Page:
History of the Blues Standards
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The History of Blues Standards

  • Joined Dec 2020
  • Published Books 1

What are Blues Standards?


Blues Standards are blues songs from different sub-genres and eras, that were preformed and recorded many times by different artists, to which each one gave a slightly or a total different variation. The different variations and popularity of the artist gave the Blues Standards a high level of recognition.


In order to fully understand the essence of the Blues Standards and how they managed to make Blues one of the most popular music styles – even outside the African-American community, we must first understand the history of the Blues.



The Blues


Blues is a musical genre that have originated in the Deep South of the United States in the middle-to-late 19th century. Its origins were created by African-Americans and was affected profoundly by their history and culture: From traditional African music, to spiritual music and even work songs that came to life during the cruel age of slavery.


The genre of Blues is often recognizable by its simple yet deep lyrics, describing a narrative of a story often related to the harsh life of the African-Americans during that period. The simple lyrical structure (at earlier times the same line was sang four straight times, and later evolved into the familiar AAB structure (or 12 bars) – two lines followed by a different one) helped blues gain popularity inside the African-American Community during the early 1900’s.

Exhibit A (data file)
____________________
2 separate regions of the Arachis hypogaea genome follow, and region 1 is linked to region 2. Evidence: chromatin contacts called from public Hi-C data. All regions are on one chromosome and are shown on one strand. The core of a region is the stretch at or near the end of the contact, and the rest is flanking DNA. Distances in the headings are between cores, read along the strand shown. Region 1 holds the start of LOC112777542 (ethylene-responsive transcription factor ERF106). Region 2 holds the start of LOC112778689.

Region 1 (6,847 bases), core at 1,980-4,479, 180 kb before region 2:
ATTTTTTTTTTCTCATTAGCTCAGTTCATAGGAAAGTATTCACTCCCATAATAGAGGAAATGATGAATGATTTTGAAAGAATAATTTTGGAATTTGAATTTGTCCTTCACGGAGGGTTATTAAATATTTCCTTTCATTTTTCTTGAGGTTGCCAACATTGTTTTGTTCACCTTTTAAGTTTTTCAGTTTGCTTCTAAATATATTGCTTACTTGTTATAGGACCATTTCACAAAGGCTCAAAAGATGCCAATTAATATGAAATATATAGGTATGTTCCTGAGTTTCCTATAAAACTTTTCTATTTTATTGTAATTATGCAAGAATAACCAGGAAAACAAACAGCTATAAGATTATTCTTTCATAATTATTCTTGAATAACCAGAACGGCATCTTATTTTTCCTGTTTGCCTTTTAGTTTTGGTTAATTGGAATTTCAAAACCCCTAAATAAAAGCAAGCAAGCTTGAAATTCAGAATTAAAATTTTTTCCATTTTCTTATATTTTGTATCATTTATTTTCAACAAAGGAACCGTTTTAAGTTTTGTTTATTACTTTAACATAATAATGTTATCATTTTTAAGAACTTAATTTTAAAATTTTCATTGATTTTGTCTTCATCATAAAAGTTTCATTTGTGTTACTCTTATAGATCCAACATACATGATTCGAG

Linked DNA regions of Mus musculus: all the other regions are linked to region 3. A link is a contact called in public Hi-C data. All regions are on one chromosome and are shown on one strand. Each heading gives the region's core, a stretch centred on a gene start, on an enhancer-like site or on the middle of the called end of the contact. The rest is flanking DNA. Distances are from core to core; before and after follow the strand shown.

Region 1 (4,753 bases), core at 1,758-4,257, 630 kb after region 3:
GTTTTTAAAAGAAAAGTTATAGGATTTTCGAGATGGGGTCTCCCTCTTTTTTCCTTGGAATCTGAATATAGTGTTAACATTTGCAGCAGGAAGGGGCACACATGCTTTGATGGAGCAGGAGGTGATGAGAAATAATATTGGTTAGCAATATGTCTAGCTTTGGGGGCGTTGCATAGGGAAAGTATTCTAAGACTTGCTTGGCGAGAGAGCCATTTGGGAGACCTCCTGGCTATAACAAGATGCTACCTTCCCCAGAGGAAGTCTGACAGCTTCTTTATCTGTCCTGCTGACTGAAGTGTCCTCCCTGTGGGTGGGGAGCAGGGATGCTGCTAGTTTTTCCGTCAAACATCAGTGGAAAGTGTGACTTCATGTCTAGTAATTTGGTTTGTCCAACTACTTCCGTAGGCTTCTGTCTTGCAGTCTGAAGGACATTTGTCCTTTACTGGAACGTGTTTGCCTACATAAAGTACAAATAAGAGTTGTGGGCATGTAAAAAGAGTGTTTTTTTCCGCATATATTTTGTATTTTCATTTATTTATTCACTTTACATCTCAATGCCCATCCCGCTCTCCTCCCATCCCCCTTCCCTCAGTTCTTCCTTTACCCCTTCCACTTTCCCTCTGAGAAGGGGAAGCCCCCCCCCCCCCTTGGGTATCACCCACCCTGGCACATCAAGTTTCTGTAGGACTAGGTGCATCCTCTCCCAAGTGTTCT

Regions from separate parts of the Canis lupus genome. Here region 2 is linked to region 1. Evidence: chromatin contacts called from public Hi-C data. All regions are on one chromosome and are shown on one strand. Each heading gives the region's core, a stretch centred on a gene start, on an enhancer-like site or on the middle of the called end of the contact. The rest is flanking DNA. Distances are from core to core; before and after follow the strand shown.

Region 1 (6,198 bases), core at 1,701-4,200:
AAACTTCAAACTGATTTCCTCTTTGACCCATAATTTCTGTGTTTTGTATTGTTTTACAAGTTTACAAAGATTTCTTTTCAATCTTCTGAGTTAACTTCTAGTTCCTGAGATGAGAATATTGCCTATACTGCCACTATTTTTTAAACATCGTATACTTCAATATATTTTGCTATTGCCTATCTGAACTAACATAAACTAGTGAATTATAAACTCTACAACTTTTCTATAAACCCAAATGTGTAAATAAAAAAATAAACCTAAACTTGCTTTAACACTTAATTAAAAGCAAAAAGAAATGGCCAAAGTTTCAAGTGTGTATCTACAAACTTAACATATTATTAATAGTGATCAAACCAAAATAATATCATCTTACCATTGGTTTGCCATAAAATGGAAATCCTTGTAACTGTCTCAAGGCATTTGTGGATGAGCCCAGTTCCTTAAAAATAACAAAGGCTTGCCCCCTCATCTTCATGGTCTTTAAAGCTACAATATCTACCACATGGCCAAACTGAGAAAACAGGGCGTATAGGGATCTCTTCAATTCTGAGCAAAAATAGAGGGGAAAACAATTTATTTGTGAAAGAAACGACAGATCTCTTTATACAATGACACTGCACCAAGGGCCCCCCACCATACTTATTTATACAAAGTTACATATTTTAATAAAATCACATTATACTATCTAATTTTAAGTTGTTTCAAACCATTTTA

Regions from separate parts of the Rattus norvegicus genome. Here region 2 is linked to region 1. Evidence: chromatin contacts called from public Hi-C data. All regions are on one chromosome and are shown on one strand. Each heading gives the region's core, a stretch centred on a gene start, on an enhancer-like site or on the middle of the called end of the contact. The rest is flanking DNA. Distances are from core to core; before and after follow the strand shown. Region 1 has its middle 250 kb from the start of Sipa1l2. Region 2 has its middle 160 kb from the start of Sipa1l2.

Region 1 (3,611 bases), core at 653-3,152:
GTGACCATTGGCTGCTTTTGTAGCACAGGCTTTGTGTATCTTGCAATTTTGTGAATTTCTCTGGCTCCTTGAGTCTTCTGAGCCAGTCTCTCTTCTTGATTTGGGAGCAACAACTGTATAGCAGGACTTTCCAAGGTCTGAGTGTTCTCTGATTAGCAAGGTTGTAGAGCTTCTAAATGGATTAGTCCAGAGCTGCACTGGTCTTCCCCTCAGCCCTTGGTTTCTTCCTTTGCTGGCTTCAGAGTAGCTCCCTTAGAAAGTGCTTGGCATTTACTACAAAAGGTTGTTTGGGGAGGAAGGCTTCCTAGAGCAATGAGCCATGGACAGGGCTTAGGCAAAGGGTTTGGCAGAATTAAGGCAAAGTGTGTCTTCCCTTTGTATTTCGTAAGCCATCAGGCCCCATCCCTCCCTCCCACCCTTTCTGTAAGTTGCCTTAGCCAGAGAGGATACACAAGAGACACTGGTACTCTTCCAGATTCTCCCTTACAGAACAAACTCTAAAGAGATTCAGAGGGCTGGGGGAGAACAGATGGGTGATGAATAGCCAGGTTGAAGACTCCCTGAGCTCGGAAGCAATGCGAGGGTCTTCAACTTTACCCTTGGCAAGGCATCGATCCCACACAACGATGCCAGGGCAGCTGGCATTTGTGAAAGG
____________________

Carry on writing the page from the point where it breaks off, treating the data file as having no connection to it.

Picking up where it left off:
Here is an example for a 12 bar song: “Sweet Home Chicago” by Robert Johnson (1936).


During those times, Blues have evolved into different types of subgenres like the more south-oriented Country or Delta Blues, and urban styles such as the Chicago Blues. The genre mainly gained popularity from travelling musicians due to the available technology and racism.


The Transition of Blues from features like acoustic instruments and relying mainly on vocals, to a more Electric oriented instruments made the Blues popular within other non-African-American audiences.


During the 1950’s the arrival of musicians such as Muddy Waters, Howlin’ Wolf, B.B King and Chuck Berry, created a cultural bridge that influenced popular artists such as Eric Clapton, The Rolling Stones, Jimi Hendrix and Janis Joplin in the 1960’s- which made Blues and its genres popular.


Blue’s quick rise to popularity created a gap between the origins of the genre and the now popular and electric Blues- that sent different musicians on a musical quest to research the earlier types of Blues. That search influenced artist who dared venture into earlier times to preform those powerful and spiritual songs- using modern technology and techniques.


And thus the BLUES STANDARDS were born.




The Blues Standards


“Crossroad” by Robert Johnson (1936).

There’s a good reason that if you ask a Blues expert to play you the essentials of the Blues, they would start with the King of the Delta Blues – Robert Johnson. Many of the greatest Blues artists of all time has been inspired by the man which of the legend says- gave his soul to the devil in order to play how he played.